Top Chef Masters’ Jody Adams hadn’t watched Top Chef but found it “exhilarating and scary”
One of the Top Chef Masters 2 finalists, Rialto’s Jody Adams, made it to the champions’ round—which starts tonight—after winning the quickfire last week, but before going on the show, she didn’t even know what a quickfire challenge was.
I talked to her after her first episode aired, and Jody called the experience “exhilarating and scary,” in part because she hadn’t watched the show before going on it. “I truthfully didn’t know very much about it at all,” she told me, noting that she had seen some of other unidentified cooking competitions, and “I hadn’t really liked them.” But she said she was familiar with the Bravo series because “my staff talked about Top Chef a lot, and they talked about the characters,” and when she did watch, she “found them to be significantly different than the other competitive shows, and enjoyed them more, but I didn’t know that much.”
When she was asked, “my initial response was, oh no no, that’s not me, that’s not the kind of thing I do,” but her kids and staff told her, “Oh, you have to do it. … It made me think, it’s really easy to put something like competitive reality cooking TV at arms’ length and say, ‘That’s not what I do, and that’s not part of the world I’m interested in’ without knowing anything about it. So I decided I better open the door, stick my food in, find something out about it, and I found that I had a really good time.”
Part of that was because of something viewers and other chefs have noted: it’s a different environment than on the regular Top Chef: “My experience in it was very different than what I saw on the younger Top Chef—in that show, there seems to be more edgy competitiveness going on. Whether that’s the case, I don’t know, because I wasn’t there. I believe that for the most part, the chefs chose to do Top Chef Masters because it was collegial. None of us are in positions in our profession where we want to get into back and forths with the other chefs. We’re all established and accomplished, we know that if somebody’s boat rises, we all rise together. Even though we were all out to win, and so we were extremely competitive in that sense, there wasn’t any reason to go after people in a nasty way. One of the things that really struck me with that group of people that I was with, some more than others, was that we were all doing this together. We were catering an event.”
The chefs even tasted each others’ food, and Jody said that challenge “reminded me of being a line cook and why I loved being a line cook, a team of people all about the same age all doing the same thing with a very similar kind of experience, trying to create an experience for our guests that was the best we possibly could.”
Jody, who is competing to raise money for Partners in Health and its ongoing work in Haiti, told me that she didn’t really prep for the show, even though people suggested she should. “Somebody said, you have to Google and figure out what all the Quickfire challenges are for all of the years—and I didn’t even know what a QUickfire challenge was—and then you should practice them, I was told. Ultimately, I listened again to my children and family and those closest to me who said just be yourself, cook what you know, don’t try and do anything outside of who you are.”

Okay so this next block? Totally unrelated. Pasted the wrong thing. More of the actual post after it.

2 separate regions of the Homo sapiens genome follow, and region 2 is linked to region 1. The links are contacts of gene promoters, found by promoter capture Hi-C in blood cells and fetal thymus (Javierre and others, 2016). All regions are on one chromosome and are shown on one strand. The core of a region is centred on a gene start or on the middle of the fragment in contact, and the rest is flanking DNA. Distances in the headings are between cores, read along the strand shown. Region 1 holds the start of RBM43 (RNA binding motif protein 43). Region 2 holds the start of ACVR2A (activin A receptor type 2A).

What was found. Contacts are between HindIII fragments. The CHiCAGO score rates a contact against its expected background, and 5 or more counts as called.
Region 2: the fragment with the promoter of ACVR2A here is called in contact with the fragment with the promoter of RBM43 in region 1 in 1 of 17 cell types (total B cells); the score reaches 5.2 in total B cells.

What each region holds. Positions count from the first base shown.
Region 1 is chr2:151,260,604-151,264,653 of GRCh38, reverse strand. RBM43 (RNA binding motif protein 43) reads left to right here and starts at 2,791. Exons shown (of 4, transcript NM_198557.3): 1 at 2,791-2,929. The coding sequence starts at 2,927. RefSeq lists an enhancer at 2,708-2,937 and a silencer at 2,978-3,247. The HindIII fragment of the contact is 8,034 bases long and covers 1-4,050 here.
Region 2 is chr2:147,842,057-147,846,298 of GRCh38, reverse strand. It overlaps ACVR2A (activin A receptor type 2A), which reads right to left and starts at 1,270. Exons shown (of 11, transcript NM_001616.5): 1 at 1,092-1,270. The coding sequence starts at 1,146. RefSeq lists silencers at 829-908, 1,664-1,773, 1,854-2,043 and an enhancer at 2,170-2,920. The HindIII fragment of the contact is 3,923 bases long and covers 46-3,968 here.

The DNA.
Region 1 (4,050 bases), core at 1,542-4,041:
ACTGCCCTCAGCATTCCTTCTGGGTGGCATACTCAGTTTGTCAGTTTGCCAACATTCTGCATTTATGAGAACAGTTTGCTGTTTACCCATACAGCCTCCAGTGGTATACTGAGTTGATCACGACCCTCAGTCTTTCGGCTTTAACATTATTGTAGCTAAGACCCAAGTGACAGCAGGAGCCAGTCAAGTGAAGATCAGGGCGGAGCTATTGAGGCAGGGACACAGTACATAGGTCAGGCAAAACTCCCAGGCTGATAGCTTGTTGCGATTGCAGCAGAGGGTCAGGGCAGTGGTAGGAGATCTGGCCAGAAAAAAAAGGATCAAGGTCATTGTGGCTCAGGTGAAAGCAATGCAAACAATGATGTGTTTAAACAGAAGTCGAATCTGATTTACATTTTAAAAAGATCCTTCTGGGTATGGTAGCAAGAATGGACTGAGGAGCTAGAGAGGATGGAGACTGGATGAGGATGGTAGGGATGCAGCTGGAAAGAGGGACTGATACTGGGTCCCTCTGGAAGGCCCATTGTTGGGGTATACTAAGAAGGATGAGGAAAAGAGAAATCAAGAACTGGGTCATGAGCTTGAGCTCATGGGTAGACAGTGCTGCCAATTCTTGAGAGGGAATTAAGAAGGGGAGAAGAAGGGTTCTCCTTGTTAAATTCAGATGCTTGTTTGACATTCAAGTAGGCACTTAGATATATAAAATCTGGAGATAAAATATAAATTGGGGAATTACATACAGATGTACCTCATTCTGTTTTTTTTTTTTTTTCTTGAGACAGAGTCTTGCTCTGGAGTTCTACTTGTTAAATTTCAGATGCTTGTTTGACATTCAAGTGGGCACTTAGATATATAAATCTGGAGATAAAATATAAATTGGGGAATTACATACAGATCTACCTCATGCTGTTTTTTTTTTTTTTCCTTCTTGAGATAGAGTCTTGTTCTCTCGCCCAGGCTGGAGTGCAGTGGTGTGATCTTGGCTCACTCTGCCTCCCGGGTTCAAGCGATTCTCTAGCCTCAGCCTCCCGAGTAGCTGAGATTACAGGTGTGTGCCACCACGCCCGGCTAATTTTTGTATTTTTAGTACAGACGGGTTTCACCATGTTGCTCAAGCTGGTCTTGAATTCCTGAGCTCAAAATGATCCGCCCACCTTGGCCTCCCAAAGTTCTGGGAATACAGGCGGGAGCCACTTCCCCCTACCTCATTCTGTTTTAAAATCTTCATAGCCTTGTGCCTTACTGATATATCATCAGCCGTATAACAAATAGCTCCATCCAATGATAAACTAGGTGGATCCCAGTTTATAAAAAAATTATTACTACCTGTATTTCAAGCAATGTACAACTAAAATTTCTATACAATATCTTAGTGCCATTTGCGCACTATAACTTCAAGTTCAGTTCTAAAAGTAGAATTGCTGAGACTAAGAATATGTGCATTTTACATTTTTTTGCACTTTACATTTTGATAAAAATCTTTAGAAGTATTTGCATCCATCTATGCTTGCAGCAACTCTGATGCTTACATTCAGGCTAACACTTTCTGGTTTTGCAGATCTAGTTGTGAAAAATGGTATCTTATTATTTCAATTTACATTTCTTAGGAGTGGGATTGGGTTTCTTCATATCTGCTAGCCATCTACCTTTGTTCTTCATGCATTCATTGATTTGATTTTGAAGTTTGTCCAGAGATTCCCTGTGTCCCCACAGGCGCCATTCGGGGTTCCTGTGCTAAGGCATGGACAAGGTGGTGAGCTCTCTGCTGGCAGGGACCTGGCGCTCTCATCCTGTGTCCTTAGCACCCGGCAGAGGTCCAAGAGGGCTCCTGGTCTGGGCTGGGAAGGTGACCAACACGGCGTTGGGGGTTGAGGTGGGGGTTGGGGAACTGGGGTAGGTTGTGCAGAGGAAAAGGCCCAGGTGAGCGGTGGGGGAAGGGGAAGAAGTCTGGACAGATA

Instead, she won the Quickfire and advanced to the final champions’ round using food she was familiar with. The dishes she cooked in the first round were “definitely those are things that I know how to do. Fig tarts are my favorite thing,” Jody said. That doesn’t mean it was easy, though: “Choosing to do that dish in 45 minutes, in retrospect, was a crazy thing to do.”
She said that the chefs get “a quick” tour of the kitchen first but added, “you know what, I can hardly remember, it was so fast.” She said “the kitchen is unbelievable, it’s really quite amazing … and there’s not really any piece of equipment I thought I was missing, it’s just knowing where everything is. And also, the pantry is incredibly well-stocked.”
During the episode, she hilariously said that the experience was similar to “interrupted sex” because “we cook for an hour and a half, and then we have to stop. … In that time, How can you climax?” Jody told me that cooking in an unfamiliar environment and the TV production meant the experience “was exhausting, and it was back to back to back to back. There’s no time to recover. We shot and then were interviewed after each day of shooting,” Jody told me, adding that after the challenge, “at the end, afterward, we drive back to the studio and then we’re interviewed for hours on end, and then you fall into bed and get up the next morning and do the next thing. Every night I said to myself, do I need to take a shower?”
Going on the show already had a positive impact, “the reason that I did it, aside from the big challenge—at this point of my life, I needed to sort of step outside my box and do something different—I did it also to raise money for Partners in Health. That was extremely important to me. What an amazing platform to reach millions and millions of people,” she said.
Of course, the show will also benefit her and her business, and Jody said her time on the show would “reintroduce the world to me and Rialto and what we do here and the kind of food I serve and who I am—it was great, great, great exposure. And it’s my expectation that it will serve the restaurant incredibly well. And there’s already amazing buzz—I can feel it when I walk through the restaurant, people’s eyes on me. It’s amazing what television does: the power of television is unbelievable. You have to respect it.”